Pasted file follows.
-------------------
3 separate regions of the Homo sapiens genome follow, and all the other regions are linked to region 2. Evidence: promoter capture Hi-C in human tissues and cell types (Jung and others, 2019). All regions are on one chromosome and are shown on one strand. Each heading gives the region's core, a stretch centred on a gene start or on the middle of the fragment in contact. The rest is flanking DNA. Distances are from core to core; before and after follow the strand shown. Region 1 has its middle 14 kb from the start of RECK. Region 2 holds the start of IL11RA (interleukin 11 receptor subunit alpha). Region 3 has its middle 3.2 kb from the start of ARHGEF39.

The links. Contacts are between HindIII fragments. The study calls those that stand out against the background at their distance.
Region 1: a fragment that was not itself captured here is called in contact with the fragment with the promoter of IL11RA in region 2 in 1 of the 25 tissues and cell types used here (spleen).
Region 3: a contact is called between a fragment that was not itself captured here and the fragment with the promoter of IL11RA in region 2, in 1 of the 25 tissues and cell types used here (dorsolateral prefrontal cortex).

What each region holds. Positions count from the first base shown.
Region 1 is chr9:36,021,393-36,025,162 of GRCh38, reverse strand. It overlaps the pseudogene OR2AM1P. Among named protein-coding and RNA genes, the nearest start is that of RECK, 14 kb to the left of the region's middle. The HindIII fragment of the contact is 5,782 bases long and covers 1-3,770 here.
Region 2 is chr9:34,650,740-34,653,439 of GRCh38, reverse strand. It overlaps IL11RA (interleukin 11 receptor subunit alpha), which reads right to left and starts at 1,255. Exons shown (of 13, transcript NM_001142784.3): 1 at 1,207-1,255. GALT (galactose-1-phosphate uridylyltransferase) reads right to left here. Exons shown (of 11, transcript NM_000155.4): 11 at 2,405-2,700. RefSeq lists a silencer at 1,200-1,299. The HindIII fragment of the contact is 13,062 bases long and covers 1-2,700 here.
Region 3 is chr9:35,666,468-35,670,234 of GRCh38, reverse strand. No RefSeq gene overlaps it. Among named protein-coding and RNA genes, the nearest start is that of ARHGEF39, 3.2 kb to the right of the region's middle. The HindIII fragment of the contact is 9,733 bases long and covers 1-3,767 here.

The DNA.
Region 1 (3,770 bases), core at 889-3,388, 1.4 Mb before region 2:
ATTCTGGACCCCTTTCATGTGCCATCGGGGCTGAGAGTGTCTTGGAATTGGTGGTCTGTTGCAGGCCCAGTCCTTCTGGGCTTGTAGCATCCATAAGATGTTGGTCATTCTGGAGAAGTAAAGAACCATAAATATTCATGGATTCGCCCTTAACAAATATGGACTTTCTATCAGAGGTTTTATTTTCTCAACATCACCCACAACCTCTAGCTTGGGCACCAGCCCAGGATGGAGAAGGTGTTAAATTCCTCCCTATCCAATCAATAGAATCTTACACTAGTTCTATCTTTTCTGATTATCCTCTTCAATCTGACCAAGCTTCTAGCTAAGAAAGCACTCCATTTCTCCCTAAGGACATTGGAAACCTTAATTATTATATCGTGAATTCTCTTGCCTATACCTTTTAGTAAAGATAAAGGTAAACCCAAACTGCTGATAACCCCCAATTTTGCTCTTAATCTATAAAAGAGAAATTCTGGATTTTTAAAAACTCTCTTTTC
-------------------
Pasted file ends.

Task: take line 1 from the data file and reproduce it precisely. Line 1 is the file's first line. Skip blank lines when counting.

3 separate regions of the Homo sapiens genome follow, and all the other regions are linked to region 2. Evidence: promoter capture Hi-C in human tissues and cell types (Jung and others, 2019). All regions are on one chromosome and are shown on one strand. Each heading gives the region's core, a stretch centred on a gene start or on the middle of the fragment in contact. The rest is flanking DNA. Distances are from core to core; before and after follow the strand shown. Region 1 has its middle 14 kb from the start of RECK. Region 2 holds the start of IL11RA (interleukin 11 receptor subunit alpha). Region 3 has its middle 3.2 kb from the start of ARHGEF39.